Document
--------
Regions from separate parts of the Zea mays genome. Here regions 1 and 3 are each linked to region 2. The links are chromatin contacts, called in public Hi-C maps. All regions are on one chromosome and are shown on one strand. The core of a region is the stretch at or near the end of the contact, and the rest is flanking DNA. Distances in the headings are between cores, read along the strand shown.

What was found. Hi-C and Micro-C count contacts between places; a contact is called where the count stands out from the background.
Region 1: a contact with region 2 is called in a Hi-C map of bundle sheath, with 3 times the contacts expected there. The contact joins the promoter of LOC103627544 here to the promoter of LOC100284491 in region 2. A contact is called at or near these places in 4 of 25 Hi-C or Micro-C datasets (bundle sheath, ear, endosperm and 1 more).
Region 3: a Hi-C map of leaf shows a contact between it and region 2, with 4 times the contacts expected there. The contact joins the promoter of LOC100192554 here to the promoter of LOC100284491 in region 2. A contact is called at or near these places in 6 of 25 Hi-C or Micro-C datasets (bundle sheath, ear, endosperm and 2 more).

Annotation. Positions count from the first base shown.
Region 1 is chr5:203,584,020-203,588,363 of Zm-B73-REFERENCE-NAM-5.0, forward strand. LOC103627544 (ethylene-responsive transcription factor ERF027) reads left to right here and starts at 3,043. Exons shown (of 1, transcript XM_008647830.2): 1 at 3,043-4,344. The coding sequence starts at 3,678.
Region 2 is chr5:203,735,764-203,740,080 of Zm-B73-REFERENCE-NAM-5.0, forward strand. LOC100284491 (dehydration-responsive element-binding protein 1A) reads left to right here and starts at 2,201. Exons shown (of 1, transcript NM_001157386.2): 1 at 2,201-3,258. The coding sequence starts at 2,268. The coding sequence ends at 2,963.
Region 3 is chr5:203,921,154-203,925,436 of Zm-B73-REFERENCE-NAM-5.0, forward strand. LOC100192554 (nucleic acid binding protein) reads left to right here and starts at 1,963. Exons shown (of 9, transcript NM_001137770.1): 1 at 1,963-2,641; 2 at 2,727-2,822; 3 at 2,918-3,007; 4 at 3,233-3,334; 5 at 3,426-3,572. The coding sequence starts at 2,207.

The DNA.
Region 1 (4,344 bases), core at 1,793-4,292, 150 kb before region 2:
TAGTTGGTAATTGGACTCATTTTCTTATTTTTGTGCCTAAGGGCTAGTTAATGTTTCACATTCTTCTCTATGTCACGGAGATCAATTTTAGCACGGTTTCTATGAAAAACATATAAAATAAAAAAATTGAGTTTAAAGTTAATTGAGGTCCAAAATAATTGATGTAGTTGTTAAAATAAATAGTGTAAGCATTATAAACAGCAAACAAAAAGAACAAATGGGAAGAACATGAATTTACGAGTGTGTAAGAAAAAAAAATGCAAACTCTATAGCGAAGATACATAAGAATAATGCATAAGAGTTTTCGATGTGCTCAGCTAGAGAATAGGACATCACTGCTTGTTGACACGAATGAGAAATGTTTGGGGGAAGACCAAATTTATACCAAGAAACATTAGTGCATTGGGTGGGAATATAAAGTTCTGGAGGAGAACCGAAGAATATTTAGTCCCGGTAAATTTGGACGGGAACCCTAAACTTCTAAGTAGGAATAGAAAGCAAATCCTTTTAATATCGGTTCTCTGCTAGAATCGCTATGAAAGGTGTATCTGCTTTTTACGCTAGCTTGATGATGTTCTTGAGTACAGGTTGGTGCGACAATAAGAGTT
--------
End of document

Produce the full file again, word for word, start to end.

Regions from separate parts of the Zea mays genome. Here regions 1 and 3 are each linked to region 2. The links are chromatin contacts, called in public Hi-C maps. All regions are on one chromosome and are shown on one strand. The core of a region is the stretch at or near the end of the contact, and the rest is flanking DNA. Distances in the headings are between cores, read along the strand shown.

What was found. Hi-C and Micro-C count contacts between places; a contact is called where the count stands out from the background.
Region 1: a contact with region 2 is called in a Hi-C map of bundle sheath, with 3 times the contacts expected there. The contact joins the promoter of LOC103627544 here to the promoter of LOC100284491 in region 2. A contact is called at or near these places in 4 of 25 Hi-C or Micro-C datasets (bundle sheath, ear, endosperm and 1 more).
Region 3: a Hi-C map of leaf shows a contact between it and region 2, with 4 times the contacts expected there. The contact joins the promoter of LOC100192554 here to the promoter of LOC100284491 in region 2. A contact is called at or near these places in 6 of 25 Hi-C or Micro-C datasets (bundle sheath, ear, endosperm and 2 more).

Annotation. Positions count from the first base shown.
Region 1 is chr5:203,584,020-203,588,363 of Zm-B73-REFERENCE-NAM-5.0, forward strand. LOC103627544 (ethylene-responsive transcription factor ERF027) reads left to right here and starts at 3,043. Exons shown (of 1, transcript XM_008647830.2): 1 at 3,043-4,344. The coding sequence starts at 3,678.
Region 2 is chr5:203,735,764-203,740,080 of Zm-B73-REFERENCE-NAM-5.0, forward strand. LOC100284491 (dehydration-responsive element-binding protein 1A) reads left to right here and starts at 2,201. Exons shown (of 1, transcript NM_001157386.2): 1 at 2,201-3,258. The coding sequence starts at 2,268. The coding sequence ends at 2,963.
Region 3 is chr5:203,921,154-203,925,436 of Zm-B73-REFERENCE-NAM-5.0, forward strand. LOC100192554 (nucleic acid binding protein) reads left to right here and starts at 1,963. Exons shown (of 9, transcript NM_001137770.1): 1 at 1,963-2,641; 2 at 2,727-2,822; 3 at 2,918-3,007; 4 at 3,233-3,334; 5 at 3,426-3,572. The coding sequence starts at 2,207.

The DNA.
Region 1 (4,344 bases), core at 1,793-4,292, 150 kb before region 2:
TAGTTGGTAATTGGACTCATTTTCTTATTTTTGTGCCTAAGGGCTAGTTAATGTTTCACATTCTTCTCTATGTCACGGAGATCAATTTTAGCACGGTTTCTATGAAAAACATATAAAATAAAAAAATTGAGTTTAAAGTTAATTGAGGTCCAAAATAATTGATGTAGTTGTTAAAATAAATAGTGTAAGCATTATAAACAGCAAACAAAAAGAACAAATGGGAAGAACATGAATTTACGAGTGTGTAAGAAAAAAAAATGCAAACTCTATAGCGAAGATACATAAGAATAATGCATAAGAGTTTTCGATGTGCTCAGCTAGAGAATAGGACATCACTGCTTGTTGACACGAATGAGAAATGTTTGGGGGAAGACCAAATTTATACCAAGAAACATTAGTGCATTGGGTGGGAATATAAAGTTCTGGAGGAGAACCGAAGAATATTTAGTCCCGGTAAATTTGGACGGGAACCCTAAACTTCTAAGTAGGAATAGAAAGCAAATCCTTTTAATATCGGTTCTCTGCTAGAATCGCTATGAAAGGTGTATCTGCTTTTTACGCTAGCTTGATGATGTTCTTGAGTACAGGTTGGTGCGACAATAAGAGTT